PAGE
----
Confession: I have a mild phobia of heights. I’m fine with going up the British Airways i360, with flying – heck, I’ll even get hurled out of an aeroplane at 14,000ft if there’s a good view coming down and someone else is in charge of the parachute. But the ones that depend on upper-body strength (something that I am seriously lacking) if things all go Pete Tong – now those are the ones I have issues with.
With this in mind, it makes total sense that I would find myself and a colleague taking part in one of High Sports Brighton’s new Introduction to Climbing courses, right?
Situated at Withdean Sports Complex, High Sports has it all: it’s the largest climbing facility in the south east region, and boasts two floors of bouldering, 50+ roped lines, 13-metre lead walls, auto-belays, speed walls, and clip-and-climb for more advanced climbers.
This wasn’t my first attempt at climbing – a recent trip bouldering reduced me to a shaky mess (though I should mention this is by no means a reflection of the facility, and merely just a result of my phobia) – but I was determined to give it another go. I’m placed in the hands of skilled, five-year climber George, who fits me with my harness and ropes me up ready for my first belay climb. Before long, I’m off, climbing the wall reasonably effortlessly. But it’s when I get to the top that I start to crack – after all, getting down again is the worst part. Fortunately, I have George to guide me from the ground below, who patiently reasons with me until I feel brave enough to let go. Before long, I’m floating down the wall to join him again at the foot of the climb. Phew.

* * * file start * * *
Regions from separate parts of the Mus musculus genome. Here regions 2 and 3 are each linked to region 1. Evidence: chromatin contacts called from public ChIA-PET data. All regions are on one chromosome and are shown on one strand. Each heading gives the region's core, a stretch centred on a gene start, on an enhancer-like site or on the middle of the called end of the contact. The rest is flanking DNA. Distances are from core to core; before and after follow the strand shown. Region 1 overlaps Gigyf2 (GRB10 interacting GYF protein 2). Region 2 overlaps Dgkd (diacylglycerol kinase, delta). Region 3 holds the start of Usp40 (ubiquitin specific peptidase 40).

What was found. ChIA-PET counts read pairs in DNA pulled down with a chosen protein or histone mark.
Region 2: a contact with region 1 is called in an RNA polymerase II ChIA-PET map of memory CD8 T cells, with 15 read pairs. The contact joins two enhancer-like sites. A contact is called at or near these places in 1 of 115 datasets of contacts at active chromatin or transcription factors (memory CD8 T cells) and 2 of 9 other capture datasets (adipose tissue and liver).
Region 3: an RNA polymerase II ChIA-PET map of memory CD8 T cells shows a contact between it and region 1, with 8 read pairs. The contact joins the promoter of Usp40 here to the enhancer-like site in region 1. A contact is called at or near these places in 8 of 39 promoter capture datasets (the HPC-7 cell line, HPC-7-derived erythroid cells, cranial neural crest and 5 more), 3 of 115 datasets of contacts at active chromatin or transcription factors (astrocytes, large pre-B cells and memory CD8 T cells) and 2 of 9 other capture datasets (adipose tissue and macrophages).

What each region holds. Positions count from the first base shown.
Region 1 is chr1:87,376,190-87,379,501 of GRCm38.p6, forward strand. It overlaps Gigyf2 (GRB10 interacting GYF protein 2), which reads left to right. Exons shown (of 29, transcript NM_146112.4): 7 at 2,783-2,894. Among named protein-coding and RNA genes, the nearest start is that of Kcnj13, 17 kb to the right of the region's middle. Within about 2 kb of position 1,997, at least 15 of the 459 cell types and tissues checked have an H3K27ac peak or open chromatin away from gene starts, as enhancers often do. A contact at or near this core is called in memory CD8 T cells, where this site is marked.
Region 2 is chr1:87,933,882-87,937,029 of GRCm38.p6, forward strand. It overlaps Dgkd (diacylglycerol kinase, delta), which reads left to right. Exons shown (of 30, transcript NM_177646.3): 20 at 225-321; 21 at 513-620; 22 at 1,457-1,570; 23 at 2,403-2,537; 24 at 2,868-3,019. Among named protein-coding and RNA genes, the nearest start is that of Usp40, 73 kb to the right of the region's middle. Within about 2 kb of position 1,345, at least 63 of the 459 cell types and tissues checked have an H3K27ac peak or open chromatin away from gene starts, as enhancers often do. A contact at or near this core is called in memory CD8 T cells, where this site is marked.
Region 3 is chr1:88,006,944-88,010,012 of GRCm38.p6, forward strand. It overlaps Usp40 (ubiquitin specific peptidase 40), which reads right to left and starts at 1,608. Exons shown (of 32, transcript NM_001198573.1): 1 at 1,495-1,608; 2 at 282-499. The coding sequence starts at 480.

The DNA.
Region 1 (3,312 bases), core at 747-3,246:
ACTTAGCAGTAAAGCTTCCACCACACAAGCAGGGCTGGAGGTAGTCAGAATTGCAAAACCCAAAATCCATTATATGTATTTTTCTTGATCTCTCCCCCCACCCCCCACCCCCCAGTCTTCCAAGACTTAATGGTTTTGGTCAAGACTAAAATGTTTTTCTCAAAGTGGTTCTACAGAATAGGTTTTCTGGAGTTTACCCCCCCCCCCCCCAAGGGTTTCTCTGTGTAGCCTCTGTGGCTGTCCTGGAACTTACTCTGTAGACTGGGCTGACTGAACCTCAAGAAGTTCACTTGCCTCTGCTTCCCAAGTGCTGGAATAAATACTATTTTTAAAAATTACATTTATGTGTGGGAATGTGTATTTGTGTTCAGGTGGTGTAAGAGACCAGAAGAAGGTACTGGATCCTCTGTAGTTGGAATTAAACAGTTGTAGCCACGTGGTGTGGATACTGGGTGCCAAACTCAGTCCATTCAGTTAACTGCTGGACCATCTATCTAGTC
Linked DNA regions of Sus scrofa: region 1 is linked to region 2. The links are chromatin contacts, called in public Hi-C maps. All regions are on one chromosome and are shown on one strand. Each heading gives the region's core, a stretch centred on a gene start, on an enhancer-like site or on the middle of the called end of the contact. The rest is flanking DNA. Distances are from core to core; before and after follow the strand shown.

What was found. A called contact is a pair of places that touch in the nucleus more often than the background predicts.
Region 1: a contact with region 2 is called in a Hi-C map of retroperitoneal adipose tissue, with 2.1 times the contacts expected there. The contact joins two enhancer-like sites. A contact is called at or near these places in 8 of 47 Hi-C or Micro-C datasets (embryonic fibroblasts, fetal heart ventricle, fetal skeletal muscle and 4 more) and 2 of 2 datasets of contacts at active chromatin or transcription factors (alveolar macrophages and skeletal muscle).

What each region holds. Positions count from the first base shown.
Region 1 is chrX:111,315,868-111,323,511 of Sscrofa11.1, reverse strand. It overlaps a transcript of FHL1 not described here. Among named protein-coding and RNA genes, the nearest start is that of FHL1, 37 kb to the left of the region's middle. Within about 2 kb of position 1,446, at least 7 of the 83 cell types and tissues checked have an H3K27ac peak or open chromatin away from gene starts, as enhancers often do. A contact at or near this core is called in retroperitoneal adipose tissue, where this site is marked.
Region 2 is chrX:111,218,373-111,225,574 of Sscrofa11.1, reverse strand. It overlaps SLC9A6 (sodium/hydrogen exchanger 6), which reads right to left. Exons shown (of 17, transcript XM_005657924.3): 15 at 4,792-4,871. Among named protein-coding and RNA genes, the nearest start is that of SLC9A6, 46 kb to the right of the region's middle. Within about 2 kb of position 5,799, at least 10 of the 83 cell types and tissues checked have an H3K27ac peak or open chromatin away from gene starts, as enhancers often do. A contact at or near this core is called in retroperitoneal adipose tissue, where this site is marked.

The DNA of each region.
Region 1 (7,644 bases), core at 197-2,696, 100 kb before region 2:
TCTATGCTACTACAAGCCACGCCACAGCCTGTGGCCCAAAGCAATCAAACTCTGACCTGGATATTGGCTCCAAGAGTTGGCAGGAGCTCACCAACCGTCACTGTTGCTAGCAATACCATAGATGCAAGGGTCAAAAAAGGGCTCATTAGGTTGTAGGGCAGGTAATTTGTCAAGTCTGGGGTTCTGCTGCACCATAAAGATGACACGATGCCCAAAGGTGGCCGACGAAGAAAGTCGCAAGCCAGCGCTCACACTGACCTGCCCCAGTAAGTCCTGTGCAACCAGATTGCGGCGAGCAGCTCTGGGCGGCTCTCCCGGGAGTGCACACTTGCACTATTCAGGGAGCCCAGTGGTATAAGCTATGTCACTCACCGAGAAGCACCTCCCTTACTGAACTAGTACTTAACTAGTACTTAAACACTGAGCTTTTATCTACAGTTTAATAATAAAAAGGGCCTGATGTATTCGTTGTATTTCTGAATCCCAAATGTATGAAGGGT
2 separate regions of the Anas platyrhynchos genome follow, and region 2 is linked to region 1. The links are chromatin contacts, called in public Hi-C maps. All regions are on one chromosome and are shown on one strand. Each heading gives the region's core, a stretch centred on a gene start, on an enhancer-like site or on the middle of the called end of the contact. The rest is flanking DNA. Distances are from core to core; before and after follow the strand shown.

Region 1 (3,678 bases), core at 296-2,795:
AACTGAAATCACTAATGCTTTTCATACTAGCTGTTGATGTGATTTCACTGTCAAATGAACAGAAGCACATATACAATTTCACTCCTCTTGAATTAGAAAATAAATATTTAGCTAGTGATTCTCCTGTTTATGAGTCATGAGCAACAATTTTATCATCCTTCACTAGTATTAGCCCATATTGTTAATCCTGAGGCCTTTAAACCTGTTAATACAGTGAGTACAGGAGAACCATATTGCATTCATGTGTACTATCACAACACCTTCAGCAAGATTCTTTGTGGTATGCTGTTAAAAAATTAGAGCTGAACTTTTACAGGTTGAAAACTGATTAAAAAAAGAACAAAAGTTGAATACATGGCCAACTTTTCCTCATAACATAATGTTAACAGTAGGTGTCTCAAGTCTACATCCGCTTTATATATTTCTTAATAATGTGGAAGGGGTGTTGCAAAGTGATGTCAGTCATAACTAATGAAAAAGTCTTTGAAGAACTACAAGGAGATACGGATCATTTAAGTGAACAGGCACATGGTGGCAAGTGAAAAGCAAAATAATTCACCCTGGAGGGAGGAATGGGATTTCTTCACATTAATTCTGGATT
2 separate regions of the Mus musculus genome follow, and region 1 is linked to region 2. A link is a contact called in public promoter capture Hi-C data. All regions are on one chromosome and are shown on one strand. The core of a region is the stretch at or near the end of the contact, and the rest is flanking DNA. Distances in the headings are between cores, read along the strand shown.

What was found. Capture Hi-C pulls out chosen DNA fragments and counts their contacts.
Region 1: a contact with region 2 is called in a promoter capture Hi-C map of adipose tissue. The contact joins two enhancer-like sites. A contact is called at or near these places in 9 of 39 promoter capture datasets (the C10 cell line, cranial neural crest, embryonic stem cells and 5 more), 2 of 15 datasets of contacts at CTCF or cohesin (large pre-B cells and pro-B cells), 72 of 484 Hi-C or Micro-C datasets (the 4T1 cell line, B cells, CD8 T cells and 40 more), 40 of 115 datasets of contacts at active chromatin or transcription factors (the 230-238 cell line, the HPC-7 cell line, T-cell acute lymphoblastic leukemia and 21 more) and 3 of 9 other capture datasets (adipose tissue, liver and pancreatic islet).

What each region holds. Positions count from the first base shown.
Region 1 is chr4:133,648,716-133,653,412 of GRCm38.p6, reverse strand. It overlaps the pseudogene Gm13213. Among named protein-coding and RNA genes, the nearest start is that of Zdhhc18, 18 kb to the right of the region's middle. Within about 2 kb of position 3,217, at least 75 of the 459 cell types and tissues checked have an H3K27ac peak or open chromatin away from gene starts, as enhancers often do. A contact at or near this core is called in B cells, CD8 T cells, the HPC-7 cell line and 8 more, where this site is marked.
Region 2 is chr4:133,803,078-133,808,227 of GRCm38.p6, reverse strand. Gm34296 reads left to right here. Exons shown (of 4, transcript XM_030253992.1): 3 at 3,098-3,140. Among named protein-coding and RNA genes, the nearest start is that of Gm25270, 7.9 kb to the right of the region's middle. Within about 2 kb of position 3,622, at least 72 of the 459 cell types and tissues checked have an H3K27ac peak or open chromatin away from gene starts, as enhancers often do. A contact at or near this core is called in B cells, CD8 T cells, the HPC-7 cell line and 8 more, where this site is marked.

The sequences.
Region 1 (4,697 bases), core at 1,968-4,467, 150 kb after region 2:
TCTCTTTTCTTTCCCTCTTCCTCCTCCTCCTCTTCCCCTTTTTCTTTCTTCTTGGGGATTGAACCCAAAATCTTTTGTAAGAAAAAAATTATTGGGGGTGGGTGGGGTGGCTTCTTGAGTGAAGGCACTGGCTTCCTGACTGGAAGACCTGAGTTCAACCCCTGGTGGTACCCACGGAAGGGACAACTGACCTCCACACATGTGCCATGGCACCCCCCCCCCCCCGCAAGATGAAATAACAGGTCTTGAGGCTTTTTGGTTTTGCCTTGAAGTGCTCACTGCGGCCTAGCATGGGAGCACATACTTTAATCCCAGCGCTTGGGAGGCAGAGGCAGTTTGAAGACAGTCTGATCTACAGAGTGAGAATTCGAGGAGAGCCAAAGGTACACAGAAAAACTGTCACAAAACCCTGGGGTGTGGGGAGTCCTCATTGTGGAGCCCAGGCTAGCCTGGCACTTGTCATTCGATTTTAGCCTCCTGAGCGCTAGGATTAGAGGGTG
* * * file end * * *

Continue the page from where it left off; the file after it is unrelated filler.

Following my momentous wobble, George takes some time with me to explain the mechanics behind the belay. I find learning the technical side of the centre helps rationalise my thinking, and am soon set for the next round of climbs. But first, it’s my colleague’s turn. Not one to suffer from the same shortcomings, he shoots up the climbs with aplomb, choosing the more challenging routes as the session progresses. He hits a struggle on one of the climbs around two thirds of the way up when he can’t find a place for his footing, at which point George (who set some of the routes himself) calls up to help with his coordination.
We try out the bouldering, training equipment and auto-belays too – and I make a mental note to return for a speed wall when I feel confident enough (ever the competitior). The great thing about High Sports is that it has a variety of routes suited to a wide range of abilities, from complete beginners (me) to those wanting much more of a challenge. While I still wasn’t racing down the wall when the time came for my final climb, I felt much more at ease second time around, and strongly urge anyone with an interest in climbing to take advantage of High Sports’ Introduction to Climbing sessions. Following an initial cost of £10 for the session, climbers are then rewarded a discount on further sessions with 50% off their first 30-day pass – so a full, unlimited month of climbing need only cost £40.85 – bargain!
High Sports Brighton’s Introduction to Climbing sessions cost £10, and can be booked on 0345 363 1177.
This article was first published by the author at BN1 Magazine.